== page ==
Too Few Cooks Spoil the Broth: Division of Labor and Directed Production
AbstractHow can a manager influence workers' activity, while knowing little about it? This paper examines a situation where production requires several tasks, and the manager wants to direct production to achieve a preferred allocation of effort across tasks. However, the effort that is required for each task cannot be observed, and the production result is the only indicator of worker activity. This paper illustrates that in this situation, the manager cannot implement the preferred allocation with a single worker. On the other hand, the manager is able to implement the preferred allocation by inducing a game among several workers. Gains to workers from collusion may be eliminated by an ability-dependent, but potentially inefficient, task assignment. These findings provide a new explanation for the division of labor, and bureaucratic features such as ``over"-specialization and ``wrong" task allocation.
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Bibliographic InfoArticle provided by De Gruyter in its journal The B.E. Journal of Economic Analysis & Policy.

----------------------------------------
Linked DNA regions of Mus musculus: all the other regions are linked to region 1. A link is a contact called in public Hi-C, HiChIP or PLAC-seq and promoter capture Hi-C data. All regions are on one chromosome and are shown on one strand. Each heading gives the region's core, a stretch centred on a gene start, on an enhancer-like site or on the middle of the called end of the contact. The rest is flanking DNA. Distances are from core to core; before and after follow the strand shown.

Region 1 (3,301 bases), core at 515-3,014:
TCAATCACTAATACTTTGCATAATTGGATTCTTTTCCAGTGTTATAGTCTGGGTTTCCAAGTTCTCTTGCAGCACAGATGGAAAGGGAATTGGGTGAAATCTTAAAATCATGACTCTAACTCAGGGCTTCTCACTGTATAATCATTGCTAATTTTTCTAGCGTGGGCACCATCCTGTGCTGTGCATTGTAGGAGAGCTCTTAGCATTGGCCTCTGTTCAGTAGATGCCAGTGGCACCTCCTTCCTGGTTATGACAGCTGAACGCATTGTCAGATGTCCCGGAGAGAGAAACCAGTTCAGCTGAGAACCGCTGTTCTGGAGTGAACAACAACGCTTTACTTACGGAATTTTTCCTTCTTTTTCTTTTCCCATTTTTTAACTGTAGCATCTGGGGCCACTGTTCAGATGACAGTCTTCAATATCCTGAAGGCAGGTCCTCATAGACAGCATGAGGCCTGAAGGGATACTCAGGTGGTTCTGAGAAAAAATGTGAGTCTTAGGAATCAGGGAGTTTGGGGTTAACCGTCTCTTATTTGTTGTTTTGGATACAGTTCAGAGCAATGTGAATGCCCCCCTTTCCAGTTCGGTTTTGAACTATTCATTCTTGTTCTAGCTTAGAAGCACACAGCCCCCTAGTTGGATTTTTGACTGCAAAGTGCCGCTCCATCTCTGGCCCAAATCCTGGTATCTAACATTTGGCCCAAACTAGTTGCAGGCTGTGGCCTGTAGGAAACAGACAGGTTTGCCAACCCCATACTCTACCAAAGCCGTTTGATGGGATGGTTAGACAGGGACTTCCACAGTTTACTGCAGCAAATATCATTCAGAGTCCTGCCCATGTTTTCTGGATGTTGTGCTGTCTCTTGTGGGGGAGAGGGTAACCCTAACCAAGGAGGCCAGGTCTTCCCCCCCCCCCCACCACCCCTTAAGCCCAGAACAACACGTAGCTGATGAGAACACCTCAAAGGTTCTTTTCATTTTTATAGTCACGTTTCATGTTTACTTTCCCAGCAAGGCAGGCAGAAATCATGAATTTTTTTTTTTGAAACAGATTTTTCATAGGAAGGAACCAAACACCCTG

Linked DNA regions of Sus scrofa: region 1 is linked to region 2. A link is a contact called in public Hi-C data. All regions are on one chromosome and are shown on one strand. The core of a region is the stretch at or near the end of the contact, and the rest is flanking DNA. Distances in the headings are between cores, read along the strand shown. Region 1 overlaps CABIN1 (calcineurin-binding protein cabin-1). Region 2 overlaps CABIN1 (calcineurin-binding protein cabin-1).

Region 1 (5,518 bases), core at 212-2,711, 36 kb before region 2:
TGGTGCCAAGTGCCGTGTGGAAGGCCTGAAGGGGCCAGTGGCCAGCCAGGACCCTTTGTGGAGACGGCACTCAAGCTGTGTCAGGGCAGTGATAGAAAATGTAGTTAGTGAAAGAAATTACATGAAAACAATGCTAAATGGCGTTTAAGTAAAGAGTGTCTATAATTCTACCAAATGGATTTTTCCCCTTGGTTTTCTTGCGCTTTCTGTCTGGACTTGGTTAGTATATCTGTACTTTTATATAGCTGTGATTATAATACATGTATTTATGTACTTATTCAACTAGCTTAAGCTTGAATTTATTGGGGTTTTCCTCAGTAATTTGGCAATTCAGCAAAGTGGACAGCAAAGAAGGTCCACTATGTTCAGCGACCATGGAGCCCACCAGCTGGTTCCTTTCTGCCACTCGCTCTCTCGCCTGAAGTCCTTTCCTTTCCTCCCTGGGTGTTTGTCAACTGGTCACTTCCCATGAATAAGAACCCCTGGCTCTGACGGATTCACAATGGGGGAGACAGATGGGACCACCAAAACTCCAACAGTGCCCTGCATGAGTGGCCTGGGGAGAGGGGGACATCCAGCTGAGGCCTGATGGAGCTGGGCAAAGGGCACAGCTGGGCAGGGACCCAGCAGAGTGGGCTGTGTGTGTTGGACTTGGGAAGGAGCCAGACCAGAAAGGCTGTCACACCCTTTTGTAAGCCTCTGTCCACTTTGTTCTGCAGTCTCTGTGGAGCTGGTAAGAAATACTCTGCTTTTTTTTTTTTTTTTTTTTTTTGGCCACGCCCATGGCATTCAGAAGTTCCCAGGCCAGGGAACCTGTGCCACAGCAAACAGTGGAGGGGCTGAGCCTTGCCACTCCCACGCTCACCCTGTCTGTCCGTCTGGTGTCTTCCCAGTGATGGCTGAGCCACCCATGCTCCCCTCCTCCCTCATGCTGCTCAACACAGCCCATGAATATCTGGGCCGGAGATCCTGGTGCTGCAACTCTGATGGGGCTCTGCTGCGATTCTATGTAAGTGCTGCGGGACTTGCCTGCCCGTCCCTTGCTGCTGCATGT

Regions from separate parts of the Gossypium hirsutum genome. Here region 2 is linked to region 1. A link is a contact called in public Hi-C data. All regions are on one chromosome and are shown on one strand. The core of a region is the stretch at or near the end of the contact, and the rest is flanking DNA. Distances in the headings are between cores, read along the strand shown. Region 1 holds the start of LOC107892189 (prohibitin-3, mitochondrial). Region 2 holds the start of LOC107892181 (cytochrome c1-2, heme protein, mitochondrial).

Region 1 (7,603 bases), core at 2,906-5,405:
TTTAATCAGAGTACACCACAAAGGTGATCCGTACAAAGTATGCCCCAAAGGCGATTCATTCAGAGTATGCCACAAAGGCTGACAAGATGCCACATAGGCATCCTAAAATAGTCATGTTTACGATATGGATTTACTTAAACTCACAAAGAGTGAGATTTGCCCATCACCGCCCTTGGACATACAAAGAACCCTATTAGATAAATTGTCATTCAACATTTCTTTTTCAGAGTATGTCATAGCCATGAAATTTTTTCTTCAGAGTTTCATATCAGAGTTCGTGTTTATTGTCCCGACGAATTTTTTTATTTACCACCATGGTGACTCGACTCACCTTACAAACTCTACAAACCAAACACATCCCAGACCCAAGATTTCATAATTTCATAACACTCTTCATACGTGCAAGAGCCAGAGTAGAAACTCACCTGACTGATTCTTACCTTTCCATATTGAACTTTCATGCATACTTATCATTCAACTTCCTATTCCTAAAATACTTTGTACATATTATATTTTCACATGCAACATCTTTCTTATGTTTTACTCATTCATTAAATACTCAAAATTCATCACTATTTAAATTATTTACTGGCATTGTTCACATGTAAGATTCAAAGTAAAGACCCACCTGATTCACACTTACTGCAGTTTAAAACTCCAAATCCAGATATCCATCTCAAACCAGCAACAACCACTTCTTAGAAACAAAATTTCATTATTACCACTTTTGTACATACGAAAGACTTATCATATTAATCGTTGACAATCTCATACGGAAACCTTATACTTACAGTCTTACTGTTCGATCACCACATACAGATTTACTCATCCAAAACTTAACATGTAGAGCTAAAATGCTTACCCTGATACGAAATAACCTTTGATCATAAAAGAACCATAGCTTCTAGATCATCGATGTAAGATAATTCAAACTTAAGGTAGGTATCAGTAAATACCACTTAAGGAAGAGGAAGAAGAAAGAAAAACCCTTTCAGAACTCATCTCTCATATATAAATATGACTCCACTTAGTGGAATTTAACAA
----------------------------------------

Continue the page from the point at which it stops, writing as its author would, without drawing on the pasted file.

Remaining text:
Volume (Year): 8 (2008)
Issue (Month): 1 (August)
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Web page: http://www.degruyter.com
Other versions of this item:
- Marisa Ratto & Wendelin Schnedler, 2008. "Too Few Cooks Spoil the Broth: Division of Labour and Directed Production," Working Papers 0468, University of Heidelberg, Department of Economics, revised Jul 2008.
- D02 - Microeconomics - - General - - - Institutions: Design, Formation, and Operations
- D86 - Microeconomics - - Information, Knowledge, and Uncertainty - - - Economics of Contract Law
- M54 - Business Administration and Business Economics; Marketing; Accounting - - Personnel Economics - - - Labor Management
- D23 - Microeconomics - - Production and Organizations - - - Organizational Behavior; Transaction Costs; Property Rights
- L23 - Industrial Organization - - Firm Objectives, Organization, and Behavior - - - Organization of Production
- J23 - Labor and Demographic Economics - - Demand and Supply of Labor - - - Labor Demand
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